While best known for his long career as a stand-up comedian and actor, George Lopez recently branched out and became a children’s author, drawing upon his childhood experiences to create ChupaCarter, in which 12-year-old Jorge Lopez is sent to live with his grandparents in rural New Mexico, where he befriends Carter, a lonely chupacabra in need of friends. In the sequel, ChupaCarter and the Haunted Piñata, the friends reunite to investigate sightings of a ghostly piñata that’s supposedly setting fires around town. PW spoke with Lopez about the origins of this series, working with his coauthor and illustrator, and what to expect from him next.
What inspired ChupaCarter and its sequel?
As a kid, I spent a lot of time by myself. I’d go outside, or I used to go onto the roof of my grandmother’s house and just lean back and watch the moon. I’d wonder, where were the people who would be in my life when I grew up? Who would I marry? What would I do for a living? And eventually, the neighbors would call and ask my grandmother if she knew there was a kid on top of her house. She’d tell me, “I don’t know how you got up there, but get down.” So I had these stories from my childhood, and I thought they were too good to keep for myself. I wanted to share these events and people. It’s why I went into standup in the first place.
For The Haunted Piñata, I was at a Day of the Dead party, and there were these Mylar balloons, which were in the shape of sugar skulls. We took a picture of one that was kind of askew, but in the picture, it was looking straight ahead and fit in between our shoulders. It was like a person getting into the picture and being all, “Look at me.” And its expression was not what I remembered. So I told [my coauthor] Ryan Callejo about my idea for a haunted piñata that knew if kids had been good or bad. If you hit it and weren’t good, nothing would come out.
How do the ChupaCarter books draw from your own experiences?
I had very strict grandparents, and a more active imagination than my friends. You know, they had siblings and parents, and I spent a lot of time on my own, watching television, drawing, and writing. I was thoughtful and not very outgoing as a kid.
I started to find my comedic voice in the early ’90s, and it revolved around my grandmother as kind of a muse. She was really something. No cars could go from zero to 60 as fast as my grandmother could go from calm to upset. I once went to school with butter on the back of my shirt because she’d thrown a butter knife at me, and I ducked, but it bounced off me. Stuff like that.
What’s your collaborative process like with coauthor Ryan Callejo and artist Santy Gutierrez?
Between Ryan’s ability as a great storyteller, and my wild imagination and ability to exaggerate things, it just became a great partnership. Ryan’s really easy to talk to. Like, we had a couple of long conversations while I was in Puerto Rico working on Blue Beetle [the forthcoming film based on the DC Comics Mexican American superhero], and I told him my idea for The Haunted Piñata, and it became such a fantastic story. And we sent things over to Santy, and it was really close to what we’d imagined. It was really expressive in the eyes and the hair and so forth. So we have this triangle of the guy who can tell a story, and the guy who grew up with this imagination, and the illustrator who pulls you in with his drawings.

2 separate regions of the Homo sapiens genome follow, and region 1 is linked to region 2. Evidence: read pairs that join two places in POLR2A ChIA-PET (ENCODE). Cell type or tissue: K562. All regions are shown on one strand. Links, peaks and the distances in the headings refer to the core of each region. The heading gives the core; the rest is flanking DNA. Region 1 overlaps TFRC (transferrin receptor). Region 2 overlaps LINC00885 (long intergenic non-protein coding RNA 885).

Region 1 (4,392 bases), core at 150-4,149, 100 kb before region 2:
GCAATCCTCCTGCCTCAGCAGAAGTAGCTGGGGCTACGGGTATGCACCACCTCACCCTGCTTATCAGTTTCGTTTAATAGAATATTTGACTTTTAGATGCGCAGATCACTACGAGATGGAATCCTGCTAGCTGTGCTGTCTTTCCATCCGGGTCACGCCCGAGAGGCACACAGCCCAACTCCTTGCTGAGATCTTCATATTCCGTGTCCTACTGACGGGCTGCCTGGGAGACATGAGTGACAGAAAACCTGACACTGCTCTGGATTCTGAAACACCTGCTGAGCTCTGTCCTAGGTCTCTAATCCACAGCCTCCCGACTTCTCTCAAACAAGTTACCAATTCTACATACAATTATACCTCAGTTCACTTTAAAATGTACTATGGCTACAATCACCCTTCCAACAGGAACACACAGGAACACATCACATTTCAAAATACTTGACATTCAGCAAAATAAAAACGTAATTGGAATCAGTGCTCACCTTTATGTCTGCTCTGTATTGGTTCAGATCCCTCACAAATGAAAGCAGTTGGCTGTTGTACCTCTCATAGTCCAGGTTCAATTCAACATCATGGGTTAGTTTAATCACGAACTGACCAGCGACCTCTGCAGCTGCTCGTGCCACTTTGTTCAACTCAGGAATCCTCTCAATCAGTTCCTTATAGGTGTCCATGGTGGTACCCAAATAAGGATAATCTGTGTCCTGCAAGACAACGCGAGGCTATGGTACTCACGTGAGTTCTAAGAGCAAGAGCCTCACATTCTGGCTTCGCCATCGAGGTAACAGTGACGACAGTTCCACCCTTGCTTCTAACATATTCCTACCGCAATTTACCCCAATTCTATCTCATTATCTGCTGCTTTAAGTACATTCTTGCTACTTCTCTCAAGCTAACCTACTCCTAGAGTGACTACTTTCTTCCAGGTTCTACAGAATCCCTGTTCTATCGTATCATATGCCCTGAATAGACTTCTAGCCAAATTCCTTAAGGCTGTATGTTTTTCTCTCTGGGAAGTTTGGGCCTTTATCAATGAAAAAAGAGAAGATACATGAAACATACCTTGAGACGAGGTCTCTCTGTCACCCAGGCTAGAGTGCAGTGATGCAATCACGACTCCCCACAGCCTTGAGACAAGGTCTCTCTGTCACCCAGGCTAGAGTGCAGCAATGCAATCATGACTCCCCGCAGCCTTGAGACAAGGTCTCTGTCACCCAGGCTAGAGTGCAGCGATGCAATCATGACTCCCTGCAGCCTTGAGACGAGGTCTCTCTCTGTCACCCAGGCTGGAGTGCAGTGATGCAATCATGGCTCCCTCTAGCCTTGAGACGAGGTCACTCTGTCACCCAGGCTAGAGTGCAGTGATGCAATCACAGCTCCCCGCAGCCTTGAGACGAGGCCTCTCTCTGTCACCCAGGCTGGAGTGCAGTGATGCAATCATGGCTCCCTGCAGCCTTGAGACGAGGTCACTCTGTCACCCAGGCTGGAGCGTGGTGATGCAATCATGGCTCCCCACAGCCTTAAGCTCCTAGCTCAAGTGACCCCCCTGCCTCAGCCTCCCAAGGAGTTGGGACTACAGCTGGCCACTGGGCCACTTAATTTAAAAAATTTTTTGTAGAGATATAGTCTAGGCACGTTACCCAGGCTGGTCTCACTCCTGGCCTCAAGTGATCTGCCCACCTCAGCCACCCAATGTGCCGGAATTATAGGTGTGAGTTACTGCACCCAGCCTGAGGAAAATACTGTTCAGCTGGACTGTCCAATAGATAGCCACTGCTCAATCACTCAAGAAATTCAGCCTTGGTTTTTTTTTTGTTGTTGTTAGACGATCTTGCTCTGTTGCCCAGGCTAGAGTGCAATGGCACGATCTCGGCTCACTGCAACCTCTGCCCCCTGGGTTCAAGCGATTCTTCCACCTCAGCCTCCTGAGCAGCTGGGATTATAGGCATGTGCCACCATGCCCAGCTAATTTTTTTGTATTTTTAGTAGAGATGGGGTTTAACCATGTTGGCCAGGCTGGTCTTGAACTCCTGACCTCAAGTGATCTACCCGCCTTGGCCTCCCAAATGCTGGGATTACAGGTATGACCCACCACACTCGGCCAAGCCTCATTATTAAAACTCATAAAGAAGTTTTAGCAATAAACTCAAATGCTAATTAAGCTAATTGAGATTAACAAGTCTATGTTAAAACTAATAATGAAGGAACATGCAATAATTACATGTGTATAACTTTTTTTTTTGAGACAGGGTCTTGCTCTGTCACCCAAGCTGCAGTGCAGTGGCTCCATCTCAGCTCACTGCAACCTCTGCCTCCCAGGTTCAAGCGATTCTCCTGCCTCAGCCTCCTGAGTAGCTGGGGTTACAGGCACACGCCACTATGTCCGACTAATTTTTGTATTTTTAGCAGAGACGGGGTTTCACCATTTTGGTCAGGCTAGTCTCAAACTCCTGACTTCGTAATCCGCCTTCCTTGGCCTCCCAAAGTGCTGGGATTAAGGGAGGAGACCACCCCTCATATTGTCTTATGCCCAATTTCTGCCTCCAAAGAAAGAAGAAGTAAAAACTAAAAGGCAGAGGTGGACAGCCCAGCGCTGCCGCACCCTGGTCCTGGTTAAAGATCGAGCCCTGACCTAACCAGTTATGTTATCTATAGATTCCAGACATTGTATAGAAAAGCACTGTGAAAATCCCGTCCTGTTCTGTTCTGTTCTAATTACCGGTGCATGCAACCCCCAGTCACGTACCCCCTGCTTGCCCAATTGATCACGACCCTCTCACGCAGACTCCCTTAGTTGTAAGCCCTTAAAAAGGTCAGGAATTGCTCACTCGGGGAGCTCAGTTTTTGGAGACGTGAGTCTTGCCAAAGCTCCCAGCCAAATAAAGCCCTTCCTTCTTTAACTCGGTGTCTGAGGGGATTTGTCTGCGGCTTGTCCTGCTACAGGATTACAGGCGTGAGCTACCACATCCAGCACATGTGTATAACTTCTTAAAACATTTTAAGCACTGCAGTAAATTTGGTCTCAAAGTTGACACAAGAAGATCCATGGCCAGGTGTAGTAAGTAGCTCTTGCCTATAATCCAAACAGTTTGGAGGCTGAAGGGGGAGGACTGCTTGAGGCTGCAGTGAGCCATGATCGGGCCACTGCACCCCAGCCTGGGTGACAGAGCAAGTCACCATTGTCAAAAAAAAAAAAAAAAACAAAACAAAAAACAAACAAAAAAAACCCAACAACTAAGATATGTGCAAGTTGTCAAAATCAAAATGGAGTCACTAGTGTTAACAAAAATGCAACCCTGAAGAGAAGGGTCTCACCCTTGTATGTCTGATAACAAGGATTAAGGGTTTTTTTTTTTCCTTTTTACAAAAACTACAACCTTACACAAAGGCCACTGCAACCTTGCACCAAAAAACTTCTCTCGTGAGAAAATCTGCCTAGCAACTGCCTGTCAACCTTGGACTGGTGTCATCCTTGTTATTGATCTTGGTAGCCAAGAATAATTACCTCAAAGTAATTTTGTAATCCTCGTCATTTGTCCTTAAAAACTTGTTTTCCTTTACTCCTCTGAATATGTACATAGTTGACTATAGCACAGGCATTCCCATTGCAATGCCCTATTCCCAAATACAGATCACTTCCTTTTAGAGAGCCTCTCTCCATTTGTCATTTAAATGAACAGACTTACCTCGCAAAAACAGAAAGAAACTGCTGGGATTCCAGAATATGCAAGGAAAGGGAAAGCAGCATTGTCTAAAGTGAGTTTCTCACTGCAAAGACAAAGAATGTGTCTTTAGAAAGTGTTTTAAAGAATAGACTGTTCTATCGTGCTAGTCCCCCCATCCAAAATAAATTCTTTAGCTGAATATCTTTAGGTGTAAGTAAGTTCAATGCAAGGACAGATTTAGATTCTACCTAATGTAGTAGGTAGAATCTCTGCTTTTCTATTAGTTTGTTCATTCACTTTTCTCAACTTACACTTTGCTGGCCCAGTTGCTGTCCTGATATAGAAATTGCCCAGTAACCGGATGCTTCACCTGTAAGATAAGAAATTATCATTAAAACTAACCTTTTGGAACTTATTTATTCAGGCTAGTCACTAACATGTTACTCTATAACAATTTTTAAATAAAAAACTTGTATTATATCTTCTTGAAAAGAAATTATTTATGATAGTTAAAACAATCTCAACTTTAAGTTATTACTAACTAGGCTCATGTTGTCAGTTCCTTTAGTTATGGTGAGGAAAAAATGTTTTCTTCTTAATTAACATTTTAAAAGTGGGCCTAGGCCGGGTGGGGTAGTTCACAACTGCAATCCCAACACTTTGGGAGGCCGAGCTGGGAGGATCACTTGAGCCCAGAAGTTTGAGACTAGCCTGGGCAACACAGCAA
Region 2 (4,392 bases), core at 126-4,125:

What do you hope readers take away from these books?
There’s this awkwardness when you’re a kid, and I thought that if there was a kid out there like me, awkward and weird growing up, this book might inspire them. I want them to use their own imaginations and see themselves, or see something they can share with the world, and also recognize things that will stay with them: familiar or family things, little victories, some of the jokes, the behavior of parents and grandparents.
What’s next for you, both as a children’s book author and with other projects?
For the next ChupaCarter book, I’d like to explore a kid’s imagination, and the difference between what they see and what’s really there. Like I used to see weird things when I woke up in the middle of the night. So what do they see when their imagination runs away with them? And maybe nothing’s there, but then ChupaCarter shows up. I like the idea of someone thinking they’re isolated, but a friend comes back to be with them.
I’m also in the Blue Beetle movie. You know, sometimes when things are Latino projects, people don’t expect very much. This was only supposed to be an HBOMax movie, but then they thought it could work as a feature film. This movie is going to surprise people, and it’s going to thrust the character to a place where I would expect to see multiple Blue Beetle movies come out. In most movies, the hero saves the day, but in this one, the family goes to rescue the hero.
I’d also love to see the ChupaCarter series become an animated show or movie.
ChupaCarter and the Haunted Piñata by George Lopez and Ryan Calejo, illus. by Santy Gutierrez. Viking, $17.99 May ISBN 978-0-593-46600-1